In recent decades conflict diamonds, commonly referred to as blood diamonds, have gained international notoriety. These precious stones, however, are not the only minerals that contribute to armed conflict in the developing world.
Conflict minerals mined in war-torn countries, including coltan, cassiterite, wolframite, or derivatives thereof, are commonly used in the production of electronics. Profits from the sale of these minerals often provide armed groups with the monetary funds necessary to sustain their war efforts.
From the outbreak of civil war in 1998, the Democratic Republic of Congo (DRC) has been the site of the world’s deadliest conflict since World War II.
While the civil war officially came to an end in 2003 with the signing of a peace treaty and the establishment of a transitional government, violence is still rampant.
Particularly in the Eastern region of the DRC, civilians face violence by the government’s armed forces as well as rebel groups. The conflict has led not only to millions of casualties, but also to massive human rights abuses perpetrated by both government and rebel groups. Involving seven African countries, the war in the DRC has been referred to as “Africa’s World War.”
Despite the incredible nature of this conflict, somehow the DRC has mostly slipped under the radar of the international community. Because of a lack of conventional media coverage, most of the world’s population is largely unaware of this modern large-scale warfare.
When the topic was mentioned to Mercyhurst College sophomore Chrissy Mihalic, she said, “I find it sad that I don’t know about it. It reminds me that we need to get out of this box of Mercyhurst and realize that there is so much going on out in the world that we don’t know about.”
Although most people are largely unaware of the violence in the DRC, it is likely that they contribute indirectly to the violence there. Conflict minerals play a huge role in funding the violence in the DRC.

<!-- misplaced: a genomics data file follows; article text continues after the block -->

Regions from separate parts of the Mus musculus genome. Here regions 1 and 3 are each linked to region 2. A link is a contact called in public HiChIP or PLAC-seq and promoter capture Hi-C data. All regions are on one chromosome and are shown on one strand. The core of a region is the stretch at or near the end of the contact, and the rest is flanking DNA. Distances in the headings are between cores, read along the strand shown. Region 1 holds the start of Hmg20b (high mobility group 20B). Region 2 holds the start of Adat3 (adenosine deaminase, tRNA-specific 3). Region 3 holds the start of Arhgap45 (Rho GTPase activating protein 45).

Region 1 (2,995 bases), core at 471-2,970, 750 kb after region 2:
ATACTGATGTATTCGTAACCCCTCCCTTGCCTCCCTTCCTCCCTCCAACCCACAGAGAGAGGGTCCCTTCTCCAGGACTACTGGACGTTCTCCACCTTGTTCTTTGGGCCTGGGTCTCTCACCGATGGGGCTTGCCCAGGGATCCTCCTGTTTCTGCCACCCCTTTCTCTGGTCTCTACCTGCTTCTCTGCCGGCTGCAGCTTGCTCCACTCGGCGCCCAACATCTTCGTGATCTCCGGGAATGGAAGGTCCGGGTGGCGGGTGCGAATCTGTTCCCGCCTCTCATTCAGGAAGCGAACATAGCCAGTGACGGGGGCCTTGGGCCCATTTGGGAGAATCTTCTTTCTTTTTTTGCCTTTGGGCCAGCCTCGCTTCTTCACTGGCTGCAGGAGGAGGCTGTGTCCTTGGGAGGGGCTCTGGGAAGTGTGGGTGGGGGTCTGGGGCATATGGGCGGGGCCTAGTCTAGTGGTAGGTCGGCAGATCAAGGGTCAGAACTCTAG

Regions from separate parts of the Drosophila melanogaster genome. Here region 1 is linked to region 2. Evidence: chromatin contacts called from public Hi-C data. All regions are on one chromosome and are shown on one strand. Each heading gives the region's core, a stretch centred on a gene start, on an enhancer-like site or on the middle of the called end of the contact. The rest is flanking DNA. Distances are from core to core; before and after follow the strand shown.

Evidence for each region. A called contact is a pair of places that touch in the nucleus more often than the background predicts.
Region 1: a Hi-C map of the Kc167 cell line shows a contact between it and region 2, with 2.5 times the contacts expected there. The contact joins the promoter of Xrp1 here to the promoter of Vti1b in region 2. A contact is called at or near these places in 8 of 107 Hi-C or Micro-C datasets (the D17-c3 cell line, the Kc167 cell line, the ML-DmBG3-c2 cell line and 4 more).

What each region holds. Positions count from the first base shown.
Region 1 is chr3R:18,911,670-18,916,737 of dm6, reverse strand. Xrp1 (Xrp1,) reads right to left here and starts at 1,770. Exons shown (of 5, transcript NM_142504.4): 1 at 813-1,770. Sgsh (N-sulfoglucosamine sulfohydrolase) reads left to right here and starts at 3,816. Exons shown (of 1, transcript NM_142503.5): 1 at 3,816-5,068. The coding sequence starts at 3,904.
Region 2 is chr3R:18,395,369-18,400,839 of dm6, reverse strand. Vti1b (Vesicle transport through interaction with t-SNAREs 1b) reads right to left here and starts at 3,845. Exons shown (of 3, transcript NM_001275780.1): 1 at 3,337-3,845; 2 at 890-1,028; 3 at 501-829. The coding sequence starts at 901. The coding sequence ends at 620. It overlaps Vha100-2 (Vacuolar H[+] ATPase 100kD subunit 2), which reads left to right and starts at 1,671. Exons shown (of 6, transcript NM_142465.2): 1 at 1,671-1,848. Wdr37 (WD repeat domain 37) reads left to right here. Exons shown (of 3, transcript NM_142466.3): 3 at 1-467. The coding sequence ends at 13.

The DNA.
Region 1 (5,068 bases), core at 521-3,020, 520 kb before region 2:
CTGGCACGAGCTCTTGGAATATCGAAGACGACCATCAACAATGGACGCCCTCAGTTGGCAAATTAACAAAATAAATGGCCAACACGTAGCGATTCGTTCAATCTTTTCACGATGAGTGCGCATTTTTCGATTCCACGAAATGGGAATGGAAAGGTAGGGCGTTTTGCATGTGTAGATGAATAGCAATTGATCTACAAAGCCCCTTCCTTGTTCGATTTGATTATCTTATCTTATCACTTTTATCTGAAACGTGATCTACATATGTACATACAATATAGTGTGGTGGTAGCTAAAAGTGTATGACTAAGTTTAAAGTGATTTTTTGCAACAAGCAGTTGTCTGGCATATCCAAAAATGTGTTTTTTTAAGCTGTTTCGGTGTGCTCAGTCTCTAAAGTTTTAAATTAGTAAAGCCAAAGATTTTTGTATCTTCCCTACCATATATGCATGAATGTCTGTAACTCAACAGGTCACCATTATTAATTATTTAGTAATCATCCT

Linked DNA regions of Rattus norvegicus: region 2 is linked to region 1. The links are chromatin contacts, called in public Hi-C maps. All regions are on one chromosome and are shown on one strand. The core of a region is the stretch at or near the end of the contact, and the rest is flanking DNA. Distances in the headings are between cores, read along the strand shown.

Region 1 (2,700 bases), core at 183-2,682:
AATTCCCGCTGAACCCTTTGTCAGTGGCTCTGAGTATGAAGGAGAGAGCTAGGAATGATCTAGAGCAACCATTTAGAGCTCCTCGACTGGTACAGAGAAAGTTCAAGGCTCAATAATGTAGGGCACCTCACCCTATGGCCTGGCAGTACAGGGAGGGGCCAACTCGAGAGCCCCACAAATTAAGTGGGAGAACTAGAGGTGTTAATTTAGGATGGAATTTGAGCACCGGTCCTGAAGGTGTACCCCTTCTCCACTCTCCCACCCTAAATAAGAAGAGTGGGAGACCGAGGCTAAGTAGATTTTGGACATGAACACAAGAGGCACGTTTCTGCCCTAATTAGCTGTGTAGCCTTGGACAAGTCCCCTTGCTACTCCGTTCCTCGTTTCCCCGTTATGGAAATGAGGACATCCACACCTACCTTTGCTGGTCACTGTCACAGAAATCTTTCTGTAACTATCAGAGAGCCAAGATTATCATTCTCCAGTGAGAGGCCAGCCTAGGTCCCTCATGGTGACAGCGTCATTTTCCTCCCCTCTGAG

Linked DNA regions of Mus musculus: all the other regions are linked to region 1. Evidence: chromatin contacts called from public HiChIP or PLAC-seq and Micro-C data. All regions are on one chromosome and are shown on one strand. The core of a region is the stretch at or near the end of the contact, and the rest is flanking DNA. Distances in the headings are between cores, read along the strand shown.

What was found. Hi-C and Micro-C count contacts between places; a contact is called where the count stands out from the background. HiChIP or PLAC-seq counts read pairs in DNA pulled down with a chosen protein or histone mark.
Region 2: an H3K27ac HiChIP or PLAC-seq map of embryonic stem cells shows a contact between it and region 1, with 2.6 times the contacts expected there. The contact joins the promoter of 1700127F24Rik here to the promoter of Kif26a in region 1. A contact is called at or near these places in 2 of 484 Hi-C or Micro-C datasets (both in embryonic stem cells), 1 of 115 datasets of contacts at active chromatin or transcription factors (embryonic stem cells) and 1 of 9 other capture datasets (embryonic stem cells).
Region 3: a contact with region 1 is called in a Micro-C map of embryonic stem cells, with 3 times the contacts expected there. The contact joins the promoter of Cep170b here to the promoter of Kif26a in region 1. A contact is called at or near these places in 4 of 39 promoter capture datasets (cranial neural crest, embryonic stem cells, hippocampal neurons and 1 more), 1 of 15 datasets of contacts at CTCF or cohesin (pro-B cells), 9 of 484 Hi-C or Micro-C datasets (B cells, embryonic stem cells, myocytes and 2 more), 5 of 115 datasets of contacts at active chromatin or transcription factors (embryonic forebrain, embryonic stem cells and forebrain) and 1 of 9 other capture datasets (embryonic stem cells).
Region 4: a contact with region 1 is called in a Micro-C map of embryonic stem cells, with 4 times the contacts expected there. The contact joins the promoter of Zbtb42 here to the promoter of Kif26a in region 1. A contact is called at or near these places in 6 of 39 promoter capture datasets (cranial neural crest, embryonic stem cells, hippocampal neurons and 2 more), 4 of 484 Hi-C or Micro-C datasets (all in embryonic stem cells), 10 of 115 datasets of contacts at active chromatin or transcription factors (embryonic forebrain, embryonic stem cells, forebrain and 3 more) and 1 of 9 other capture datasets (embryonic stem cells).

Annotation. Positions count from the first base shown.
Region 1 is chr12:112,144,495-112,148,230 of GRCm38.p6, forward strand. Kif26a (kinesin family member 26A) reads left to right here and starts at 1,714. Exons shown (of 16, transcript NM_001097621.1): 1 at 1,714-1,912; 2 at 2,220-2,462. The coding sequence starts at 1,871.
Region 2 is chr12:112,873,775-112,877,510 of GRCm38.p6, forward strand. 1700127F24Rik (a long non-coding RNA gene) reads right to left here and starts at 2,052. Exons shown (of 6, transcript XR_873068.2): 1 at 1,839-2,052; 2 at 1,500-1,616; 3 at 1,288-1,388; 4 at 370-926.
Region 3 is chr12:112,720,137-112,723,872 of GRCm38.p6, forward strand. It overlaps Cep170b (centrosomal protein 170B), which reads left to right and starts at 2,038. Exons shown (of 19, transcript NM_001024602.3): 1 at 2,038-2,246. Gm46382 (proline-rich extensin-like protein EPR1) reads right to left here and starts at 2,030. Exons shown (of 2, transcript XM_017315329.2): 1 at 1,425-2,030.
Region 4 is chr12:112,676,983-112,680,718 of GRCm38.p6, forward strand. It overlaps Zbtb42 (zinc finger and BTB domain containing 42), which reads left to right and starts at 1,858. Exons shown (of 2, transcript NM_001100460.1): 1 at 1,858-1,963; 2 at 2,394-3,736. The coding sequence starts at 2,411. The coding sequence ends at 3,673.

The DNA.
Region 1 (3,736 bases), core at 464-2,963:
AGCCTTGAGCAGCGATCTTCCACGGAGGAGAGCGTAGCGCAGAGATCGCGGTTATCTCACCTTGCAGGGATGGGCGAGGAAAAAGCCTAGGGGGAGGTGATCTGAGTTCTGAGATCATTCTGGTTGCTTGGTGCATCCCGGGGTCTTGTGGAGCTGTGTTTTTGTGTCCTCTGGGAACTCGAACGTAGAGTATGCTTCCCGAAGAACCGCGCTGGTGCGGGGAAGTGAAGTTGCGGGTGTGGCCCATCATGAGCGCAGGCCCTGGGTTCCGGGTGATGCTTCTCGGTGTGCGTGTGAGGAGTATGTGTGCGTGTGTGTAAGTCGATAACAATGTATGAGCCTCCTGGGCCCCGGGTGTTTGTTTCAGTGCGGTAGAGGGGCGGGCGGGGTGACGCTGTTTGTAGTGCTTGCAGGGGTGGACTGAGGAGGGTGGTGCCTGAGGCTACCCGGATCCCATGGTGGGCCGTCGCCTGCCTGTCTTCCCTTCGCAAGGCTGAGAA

According to Global Policy Forum, armed groups earn an estimated $8 million a year from sales of coltan, an ingredient used to store electricity in iPods, digital cameras and cellphones. Sales of gold generate anywhere from $44 million to $88 million.
Senior Zoey Alderman-Tuttle, president of Mercyhurst College’s green team, spoke of ways individuals can work to curtail their complicity in this condemnable trade.
“Awareness is the first step in solving this problem. Self-education on sensitive issues is the key to change. More actively, be sure to recycle your cell phones and electronics. Some stores even pay money for used electronics. Be aware of what you buy, where it is sourced from, and what you can do to mitigate your social and environmental impact in a way that helps people globally.”
On a political level, there is a bill (H.R. 4128) in the House of Representatives that, according to Amnesty International U.S.A, is “designed to improve transparency and reduce trade in conflict minerals from the DRC.”
Students interested in making a difference should contact their local Representative about supporting this bill.